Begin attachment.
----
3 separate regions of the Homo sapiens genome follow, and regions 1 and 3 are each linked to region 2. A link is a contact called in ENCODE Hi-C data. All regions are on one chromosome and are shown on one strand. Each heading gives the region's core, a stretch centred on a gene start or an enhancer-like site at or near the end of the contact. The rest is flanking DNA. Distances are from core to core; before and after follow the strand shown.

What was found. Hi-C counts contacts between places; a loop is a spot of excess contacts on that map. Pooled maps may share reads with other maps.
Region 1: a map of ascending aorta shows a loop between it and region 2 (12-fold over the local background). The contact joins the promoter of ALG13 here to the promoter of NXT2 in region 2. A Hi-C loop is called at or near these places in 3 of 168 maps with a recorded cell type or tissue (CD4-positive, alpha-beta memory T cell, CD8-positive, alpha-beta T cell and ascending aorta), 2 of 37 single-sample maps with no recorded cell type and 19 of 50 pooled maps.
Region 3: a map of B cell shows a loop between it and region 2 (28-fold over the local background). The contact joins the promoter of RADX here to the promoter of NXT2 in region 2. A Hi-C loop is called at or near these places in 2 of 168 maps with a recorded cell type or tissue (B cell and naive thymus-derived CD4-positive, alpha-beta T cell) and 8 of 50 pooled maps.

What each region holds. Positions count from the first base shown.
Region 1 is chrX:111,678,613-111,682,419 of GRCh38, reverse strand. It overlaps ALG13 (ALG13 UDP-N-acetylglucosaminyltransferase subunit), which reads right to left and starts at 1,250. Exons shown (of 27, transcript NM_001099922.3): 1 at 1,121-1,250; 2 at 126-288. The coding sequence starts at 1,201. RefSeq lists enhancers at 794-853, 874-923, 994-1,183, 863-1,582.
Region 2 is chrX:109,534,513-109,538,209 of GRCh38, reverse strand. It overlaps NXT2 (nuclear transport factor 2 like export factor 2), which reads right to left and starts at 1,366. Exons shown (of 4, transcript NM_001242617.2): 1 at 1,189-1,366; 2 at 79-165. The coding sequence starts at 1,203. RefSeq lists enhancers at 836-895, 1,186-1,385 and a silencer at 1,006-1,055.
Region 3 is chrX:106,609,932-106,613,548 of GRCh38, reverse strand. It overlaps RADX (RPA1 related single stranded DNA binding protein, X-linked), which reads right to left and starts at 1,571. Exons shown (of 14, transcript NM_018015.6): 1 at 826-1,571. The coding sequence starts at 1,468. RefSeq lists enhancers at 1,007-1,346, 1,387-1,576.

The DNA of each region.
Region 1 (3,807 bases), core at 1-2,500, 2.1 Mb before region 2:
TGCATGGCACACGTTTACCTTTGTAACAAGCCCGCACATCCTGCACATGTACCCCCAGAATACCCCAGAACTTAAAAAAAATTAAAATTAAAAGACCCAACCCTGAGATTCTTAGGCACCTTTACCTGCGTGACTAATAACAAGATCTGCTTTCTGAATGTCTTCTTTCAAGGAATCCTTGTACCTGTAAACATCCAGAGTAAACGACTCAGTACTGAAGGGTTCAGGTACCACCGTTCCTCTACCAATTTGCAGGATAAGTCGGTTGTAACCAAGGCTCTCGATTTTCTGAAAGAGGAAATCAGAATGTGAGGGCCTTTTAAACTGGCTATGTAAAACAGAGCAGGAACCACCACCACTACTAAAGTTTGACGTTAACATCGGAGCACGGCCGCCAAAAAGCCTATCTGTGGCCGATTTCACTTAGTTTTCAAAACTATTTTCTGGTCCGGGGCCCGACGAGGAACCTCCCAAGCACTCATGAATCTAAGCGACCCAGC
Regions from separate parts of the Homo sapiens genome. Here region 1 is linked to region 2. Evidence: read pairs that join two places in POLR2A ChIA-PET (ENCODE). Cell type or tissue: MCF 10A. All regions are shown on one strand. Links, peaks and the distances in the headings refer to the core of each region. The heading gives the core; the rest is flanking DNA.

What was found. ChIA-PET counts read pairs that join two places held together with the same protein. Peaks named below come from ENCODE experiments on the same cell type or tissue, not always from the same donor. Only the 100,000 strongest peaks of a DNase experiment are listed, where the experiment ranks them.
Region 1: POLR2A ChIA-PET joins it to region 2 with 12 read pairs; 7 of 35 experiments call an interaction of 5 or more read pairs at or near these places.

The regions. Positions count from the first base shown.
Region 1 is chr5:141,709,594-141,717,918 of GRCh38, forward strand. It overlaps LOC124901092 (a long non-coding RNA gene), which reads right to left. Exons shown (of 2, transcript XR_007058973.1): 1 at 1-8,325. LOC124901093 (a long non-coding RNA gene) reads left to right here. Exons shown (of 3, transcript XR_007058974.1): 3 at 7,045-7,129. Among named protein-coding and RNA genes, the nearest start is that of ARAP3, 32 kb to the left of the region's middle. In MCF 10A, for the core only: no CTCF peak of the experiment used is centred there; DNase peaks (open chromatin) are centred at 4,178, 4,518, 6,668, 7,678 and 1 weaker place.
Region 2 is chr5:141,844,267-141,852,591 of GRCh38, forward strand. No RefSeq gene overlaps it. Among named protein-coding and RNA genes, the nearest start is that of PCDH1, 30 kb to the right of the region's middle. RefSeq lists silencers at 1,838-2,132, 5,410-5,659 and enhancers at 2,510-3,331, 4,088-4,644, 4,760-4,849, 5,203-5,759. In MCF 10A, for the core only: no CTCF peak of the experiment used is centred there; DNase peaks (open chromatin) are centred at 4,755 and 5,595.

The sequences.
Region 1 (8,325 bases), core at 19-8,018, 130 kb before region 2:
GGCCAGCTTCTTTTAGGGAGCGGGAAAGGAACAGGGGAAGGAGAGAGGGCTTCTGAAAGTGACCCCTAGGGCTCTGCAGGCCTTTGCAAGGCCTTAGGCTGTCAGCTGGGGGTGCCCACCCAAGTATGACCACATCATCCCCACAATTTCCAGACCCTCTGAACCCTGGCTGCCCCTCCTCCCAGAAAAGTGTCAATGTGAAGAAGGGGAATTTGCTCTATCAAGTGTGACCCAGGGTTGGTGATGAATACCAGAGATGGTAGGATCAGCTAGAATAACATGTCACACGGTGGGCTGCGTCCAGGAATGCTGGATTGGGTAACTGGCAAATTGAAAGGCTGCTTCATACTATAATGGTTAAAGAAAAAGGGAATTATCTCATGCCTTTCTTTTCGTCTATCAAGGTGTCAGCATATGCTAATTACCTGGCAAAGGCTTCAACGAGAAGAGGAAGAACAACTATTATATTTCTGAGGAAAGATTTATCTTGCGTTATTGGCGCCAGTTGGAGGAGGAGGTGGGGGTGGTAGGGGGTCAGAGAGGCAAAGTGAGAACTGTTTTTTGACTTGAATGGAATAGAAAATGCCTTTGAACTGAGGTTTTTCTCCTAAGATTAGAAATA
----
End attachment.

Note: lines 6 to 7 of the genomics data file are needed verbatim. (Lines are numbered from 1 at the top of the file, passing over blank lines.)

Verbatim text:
Region 1 is chrX:111,678,613-111,682,419 of GRCh38, reverse strand. It overlaps ALG13 (ALG13 UDP-N-acetylglucosaminyltransferase subunit), which reads right to left and starts at 1,250. Exons shown (of 27, transcript NM_001099922.3): 1 at 1,121-1,250; 2 at 126-288. The coding sequence starts at 1,201. RefSeq lists enhancers at 794-853, 874-923, 994-1,183, 863-1,582.
Region 2 is chrX:109,534,513-109,538,209 of GRCh38, reverse strand. It overlaps NXT2 (nuclear transport factor 2 like export factor 2), which reads right to left and starts at 1,366. Exons shown (of 4, transcript NM_001242617.2): 1 at 1,189-1,366; 2 at 79-165. The coding sequence starts at 1,203. RefSeq lists enhancers at 836-895, 1,186-1,385 and a silencer at 1,006-1,055.